Monday, July 23, 2007

Friday, June 29, 2007

Better World Books

Through a route possible only in our connected culture, I found a book selling group in northern Indiana that is focussed on increasing literacy around the globe.

Wednesday, June 06, 2007

The Strand 80

The Strand Bookstore is compiling a list of the top 80 favorite books. You can vote online from now through Sept 15, 2007.

Wednesday, May 16, 2007

Gone With the Wind, again

NYT reports that a new sequel to Gone with the Wind is being published. This one is a retelling of the story from the point of view of Rhett and titled Rhett Butler's People, written by Donald McCaig. Apparently Mr. McCaig has written previous work dealing with the Civil War era that has been highly regarded, so we can hope for a better quality product than Scarlett.

Monday, May 07, 2007

Business Week - Books in the Ukraine

Business Week reports that Bertelsmann is finding a strong market for the printed word in countries of the former Soviet Union. Where bookstores are scarce, and internet access not universal, they are finding success with inexpensive editions of printed books. It seems that in areas such as the Ukraine they are signing the hottest young writers and acting as their distributor. From comments posted to the story it appears that other regions of the world, one was from Peru, would respond favorably to such offers as well.

Thursday, May 03, 2007

James Whitcomb Riley

Riley Rhymes
a program based on the works of
Indiana's beloved Hoosier Poet
Jeff Keel appearing in character at
Words & Images,
home of The Train Place
19040 Main Street, Metamora, IN
Saturday, May 5, 2 PM

Monday, March 26, 2007

Cat in the Hat Birthday to Benefit First Book

The 50th Birthday of The Cat in the Hat is an opportunity to support First Book. Visit the Cat in the Hat website and click on send the cat a card to participate.

Thursday, February 22, 2007

Used Books on the web

Chief Marketer-a business enewsletter I subscribe to in my workaday career-has an issue devoted to the book trade. Of course the first article I clicked through on was the one concerning the impact of the web on the used book trade. Go to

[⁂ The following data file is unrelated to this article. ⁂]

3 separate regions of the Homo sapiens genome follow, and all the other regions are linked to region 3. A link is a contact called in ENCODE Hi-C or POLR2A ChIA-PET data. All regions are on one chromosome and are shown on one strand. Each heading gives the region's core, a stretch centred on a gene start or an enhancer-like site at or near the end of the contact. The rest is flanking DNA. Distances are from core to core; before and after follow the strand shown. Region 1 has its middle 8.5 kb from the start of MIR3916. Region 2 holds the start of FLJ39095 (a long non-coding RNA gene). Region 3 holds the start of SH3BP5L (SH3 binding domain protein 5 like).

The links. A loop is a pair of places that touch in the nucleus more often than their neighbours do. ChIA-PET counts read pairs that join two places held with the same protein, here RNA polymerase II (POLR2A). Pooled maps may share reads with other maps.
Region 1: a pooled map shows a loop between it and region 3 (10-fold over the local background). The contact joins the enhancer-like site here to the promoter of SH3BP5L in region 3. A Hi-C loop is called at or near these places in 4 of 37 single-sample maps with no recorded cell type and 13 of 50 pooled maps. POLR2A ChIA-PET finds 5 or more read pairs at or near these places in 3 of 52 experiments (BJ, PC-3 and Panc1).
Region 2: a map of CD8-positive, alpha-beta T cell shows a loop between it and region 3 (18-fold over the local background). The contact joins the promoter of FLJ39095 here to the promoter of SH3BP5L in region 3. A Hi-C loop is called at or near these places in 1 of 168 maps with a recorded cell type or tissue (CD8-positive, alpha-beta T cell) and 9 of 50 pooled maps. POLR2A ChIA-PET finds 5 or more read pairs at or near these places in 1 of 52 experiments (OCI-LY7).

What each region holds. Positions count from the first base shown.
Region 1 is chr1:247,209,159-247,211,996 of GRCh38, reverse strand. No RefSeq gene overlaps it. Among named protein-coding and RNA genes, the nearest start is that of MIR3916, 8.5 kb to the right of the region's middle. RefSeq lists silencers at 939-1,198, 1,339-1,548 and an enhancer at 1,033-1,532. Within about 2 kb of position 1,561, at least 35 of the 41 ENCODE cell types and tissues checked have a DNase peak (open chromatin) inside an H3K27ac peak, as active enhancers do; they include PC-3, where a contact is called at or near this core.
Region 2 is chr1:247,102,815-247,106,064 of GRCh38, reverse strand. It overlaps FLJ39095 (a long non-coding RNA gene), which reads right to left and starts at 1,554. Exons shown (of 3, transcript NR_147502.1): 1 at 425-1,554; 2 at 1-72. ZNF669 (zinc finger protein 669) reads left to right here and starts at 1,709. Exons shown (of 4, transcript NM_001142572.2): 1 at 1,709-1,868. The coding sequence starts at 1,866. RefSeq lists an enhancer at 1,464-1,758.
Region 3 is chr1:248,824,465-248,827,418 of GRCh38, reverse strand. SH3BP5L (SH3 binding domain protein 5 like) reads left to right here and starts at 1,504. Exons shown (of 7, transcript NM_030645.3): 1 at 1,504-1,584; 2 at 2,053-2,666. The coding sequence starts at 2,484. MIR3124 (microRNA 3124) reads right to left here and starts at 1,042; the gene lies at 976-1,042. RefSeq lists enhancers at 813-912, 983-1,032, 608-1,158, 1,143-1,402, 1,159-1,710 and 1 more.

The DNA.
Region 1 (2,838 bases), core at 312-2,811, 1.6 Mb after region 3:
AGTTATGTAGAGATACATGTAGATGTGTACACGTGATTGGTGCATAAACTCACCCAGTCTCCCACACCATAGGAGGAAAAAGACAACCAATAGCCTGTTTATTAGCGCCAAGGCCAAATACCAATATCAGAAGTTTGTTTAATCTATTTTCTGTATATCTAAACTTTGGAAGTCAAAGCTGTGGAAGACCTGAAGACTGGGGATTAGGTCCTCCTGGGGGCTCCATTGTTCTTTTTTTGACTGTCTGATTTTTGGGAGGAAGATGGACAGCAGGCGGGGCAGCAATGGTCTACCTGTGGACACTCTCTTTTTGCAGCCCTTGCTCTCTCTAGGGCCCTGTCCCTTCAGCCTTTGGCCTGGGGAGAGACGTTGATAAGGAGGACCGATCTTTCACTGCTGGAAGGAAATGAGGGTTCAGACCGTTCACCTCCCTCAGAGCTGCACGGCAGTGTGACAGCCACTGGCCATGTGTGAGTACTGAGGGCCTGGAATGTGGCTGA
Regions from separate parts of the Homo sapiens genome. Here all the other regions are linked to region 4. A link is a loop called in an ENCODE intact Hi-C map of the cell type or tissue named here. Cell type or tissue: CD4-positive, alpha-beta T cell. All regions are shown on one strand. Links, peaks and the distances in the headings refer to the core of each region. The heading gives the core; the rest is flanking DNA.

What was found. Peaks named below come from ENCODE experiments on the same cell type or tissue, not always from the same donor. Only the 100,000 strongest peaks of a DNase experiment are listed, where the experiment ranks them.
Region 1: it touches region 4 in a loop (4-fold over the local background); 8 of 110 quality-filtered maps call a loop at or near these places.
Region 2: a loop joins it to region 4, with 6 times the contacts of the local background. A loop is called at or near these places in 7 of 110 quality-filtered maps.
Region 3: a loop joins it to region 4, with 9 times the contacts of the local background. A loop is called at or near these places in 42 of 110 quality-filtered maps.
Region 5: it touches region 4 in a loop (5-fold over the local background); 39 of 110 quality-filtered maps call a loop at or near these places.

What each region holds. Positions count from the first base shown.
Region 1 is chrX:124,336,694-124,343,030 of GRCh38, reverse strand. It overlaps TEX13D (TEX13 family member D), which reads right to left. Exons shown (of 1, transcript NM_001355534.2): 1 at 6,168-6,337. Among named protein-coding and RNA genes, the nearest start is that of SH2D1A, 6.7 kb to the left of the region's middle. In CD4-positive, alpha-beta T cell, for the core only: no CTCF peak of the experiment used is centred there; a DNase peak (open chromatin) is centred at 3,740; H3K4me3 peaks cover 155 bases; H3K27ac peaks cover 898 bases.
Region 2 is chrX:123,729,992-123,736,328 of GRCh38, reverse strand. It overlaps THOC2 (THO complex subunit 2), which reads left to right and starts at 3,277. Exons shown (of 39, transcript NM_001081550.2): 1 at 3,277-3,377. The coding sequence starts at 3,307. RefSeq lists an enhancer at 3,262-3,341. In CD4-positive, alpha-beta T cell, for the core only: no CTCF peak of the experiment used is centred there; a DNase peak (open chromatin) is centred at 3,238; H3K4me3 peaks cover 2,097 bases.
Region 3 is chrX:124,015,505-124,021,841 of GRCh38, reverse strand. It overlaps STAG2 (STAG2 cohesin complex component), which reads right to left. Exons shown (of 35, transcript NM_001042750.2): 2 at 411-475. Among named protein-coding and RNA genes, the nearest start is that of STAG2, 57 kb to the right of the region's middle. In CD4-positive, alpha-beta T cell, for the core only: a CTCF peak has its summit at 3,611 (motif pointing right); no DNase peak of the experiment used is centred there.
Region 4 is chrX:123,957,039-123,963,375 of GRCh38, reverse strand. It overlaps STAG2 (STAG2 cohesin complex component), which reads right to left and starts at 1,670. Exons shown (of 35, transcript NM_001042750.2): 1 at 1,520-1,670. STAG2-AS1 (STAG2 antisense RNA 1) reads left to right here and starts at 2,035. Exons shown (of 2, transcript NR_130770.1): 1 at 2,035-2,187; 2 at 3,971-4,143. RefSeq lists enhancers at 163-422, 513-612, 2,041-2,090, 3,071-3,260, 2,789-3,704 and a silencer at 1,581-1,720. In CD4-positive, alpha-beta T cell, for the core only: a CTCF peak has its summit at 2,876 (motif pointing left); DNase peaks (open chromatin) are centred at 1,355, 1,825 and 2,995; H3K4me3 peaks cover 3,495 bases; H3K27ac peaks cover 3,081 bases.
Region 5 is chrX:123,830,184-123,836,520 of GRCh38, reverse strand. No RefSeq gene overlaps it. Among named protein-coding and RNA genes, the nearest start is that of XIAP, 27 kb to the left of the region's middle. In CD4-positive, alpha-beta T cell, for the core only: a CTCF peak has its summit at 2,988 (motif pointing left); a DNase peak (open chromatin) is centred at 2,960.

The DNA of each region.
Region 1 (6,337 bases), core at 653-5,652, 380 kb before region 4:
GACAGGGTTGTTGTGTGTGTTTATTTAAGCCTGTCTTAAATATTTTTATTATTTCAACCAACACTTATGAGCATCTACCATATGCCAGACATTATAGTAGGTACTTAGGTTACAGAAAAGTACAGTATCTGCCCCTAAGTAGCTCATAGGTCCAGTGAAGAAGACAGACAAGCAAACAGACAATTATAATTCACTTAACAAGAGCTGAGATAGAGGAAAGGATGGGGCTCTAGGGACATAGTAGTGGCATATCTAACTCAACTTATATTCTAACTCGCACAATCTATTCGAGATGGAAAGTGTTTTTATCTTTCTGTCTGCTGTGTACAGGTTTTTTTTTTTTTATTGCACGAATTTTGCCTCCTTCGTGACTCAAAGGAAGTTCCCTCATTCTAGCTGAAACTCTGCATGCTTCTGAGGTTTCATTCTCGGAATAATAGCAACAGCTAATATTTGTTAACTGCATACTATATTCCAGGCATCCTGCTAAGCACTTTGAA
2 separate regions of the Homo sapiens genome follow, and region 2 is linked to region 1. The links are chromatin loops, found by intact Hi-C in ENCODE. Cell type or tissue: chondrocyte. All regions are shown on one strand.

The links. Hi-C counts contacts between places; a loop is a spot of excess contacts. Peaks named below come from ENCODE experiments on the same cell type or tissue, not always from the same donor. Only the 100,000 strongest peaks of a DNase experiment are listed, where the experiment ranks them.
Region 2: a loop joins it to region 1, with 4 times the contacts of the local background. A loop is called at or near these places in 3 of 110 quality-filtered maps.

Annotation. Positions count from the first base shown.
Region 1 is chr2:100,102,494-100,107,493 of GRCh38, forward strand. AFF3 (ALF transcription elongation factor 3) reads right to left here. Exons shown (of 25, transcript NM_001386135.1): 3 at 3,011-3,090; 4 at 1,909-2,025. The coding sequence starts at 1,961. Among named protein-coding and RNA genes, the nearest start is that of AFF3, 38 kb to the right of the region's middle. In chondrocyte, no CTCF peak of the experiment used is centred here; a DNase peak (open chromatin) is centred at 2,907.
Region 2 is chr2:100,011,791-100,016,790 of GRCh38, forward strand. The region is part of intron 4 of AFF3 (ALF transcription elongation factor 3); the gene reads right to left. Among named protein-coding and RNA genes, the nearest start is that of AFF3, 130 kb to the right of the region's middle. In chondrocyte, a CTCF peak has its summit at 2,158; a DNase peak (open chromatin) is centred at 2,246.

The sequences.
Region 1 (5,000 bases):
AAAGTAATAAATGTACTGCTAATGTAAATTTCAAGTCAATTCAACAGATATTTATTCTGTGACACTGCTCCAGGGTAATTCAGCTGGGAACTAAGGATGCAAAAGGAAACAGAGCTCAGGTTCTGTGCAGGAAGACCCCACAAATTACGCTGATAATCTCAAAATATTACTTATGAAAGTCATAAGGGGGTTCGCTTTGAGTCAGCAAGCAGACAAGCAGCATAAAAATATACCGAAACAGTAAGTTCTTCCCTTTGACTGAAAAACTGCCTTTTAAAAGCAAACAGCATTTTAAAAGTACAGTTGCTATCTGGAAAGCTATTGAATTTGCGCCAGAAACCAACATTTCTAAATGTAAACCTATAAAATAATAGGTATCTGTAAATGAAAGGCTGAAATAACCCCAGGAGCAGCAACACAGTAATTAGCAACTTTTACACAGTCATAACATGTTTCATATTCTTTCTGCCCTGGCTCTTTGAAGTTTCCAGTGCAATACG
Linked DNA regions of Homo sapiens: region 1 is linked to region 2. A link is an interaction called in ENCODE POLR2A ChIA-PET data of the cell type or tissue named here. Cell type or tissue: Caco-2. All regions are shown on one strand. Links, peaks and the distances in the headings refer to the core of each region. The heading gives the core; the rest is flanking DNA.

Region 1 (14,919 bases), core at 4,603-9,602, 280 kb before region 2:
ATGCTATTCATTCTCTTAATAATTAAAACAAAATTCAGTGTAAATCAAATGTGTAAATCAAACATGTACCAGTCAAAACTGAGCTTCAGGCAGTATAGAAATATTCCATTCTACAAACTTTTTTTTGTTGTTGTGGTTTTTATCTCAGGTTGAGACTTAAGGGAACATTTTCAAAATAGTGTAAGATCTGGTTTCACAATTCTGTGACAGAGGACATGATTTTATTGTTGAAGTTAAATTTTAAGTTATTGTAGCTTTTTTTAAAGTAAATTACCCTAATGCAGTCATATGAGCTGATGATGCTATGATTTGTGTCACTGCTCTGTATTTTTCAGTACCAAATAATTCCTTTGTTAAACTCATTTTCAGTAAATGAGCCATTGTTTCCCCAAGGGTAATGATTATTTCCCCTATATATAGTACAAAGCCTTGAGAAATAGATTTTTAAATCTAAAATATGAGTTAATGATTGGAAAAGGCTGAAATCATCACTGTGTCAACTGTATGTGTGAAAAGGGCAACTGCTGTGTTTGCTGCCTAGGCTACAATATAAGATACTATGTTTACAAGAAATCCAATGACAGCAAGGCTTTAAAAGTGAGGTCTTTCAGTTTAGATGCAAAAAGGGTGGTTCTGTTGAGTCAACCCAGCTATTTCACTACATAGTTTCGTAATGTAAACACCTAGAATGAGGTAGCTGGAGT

Monday, February 19, 2007

Sinclair Lewis cited by Joe Canason

You never know when an old tome that is rarely referred to in current time will pop up. All the more reason to keep those old books available.

Sinclair Lewis' It Can't Happen Here is cited in the new work by Joe Canason, It Can Happen Here. An excerpt published in Salon is here.

Here is the Lewis material as taken from Salon:

To Sinclair Lewis, who sardonically titled his 1935 dystopian novel "It Can't Happen Here," "it" plainly meant an American version of the totalitarian dictatorships that had seized power in Germany and Italy. Married at the time to the pioneering reporter Dorothy Thompson, who had been expelled from Berlin by the Nazis a year earlier and quickly became one of America's most outspoken critics of fascism, Lewis was acutely aware of the domestic and foreign threats to American freedom. So often did he and Thompson discuss the crisis in Europe and the implications of Europe's fate for the Depression-wracked United States that, according to his biographer, Mark Schorer, Lewis referred to the entire topic somewhat contemptuously as "it."
If "it" denotes the police state American-style as imagined and satirized by Lewis, complete with concentration camps, martial law, and mass executions of strikers and other dissidents, then "it" hasn't happened here and isn't likely to happen anytime soon.
For contemporary Americans, however, "it" could signify our own more gradual and insidious turn toward authoritarian rule. That is why Lewis's darkly funny but grim fable of an authoritarian coup achieved through a democratic election still resonates today -- along with all the eerie parallels between what he imagined then and what we live with now.
The question that we face in the era of terror alerts, religious fundamentalism, and endless warfare is whether we are still the brave nation preserved and rebuilt by the generation of Sinclair Lewis -- or whether our courage, and our luck, have finally run out. America is not yet on the verge of fascism, but democracy is again in danger. The striking resemblance between Buzz Windrip [the demagogic villain of Lewis's novel] and George W. Bush and the similarity of the political forces behind them is more than a literary curiosity. It is a warning on yellowed pages from those to whom we owe everything.
From "It Can Happen Here" by Joe Conason. Copyright (c) 2007 by the author and reprinted by permission of Thomas Dunne Books, an imprint of St. Martin's Press.

Thursday, February 15, 2007

Book Store Sales Down!

Bookies of the world, take to the streets and visit your favorite bookstore!

From PlanetRetail this morning is a story on the recent release of information from the US Census Bureau indicating that bookstore sales in 2006 were down almost 3 percent. While total book sales were up 6. I know that I've done my part for both sides of that report.
US Census Bureau says bookstore sales fell in 2006
The US Census Bureau has released preliminary results for bookstore sales in 2006, saying that they fell by 2.9% to USD16.1 billion. The Bureau said that the drop was affected by poor holiday sales, with December showing a fall of 8.8% to USD2.0 billion. However, the news for book selling was not uniformly bad in the US, with total sales for book retailing rising by 6% over the course of the year.

Tuesday, January 30, 2007

American Revolution

The last two books I've read have both dealt with early American events, The Whiskey Rebellion and Benedict Arnold. The Lantern Guy is still working sporadically on The Longest Raid of the Civil War.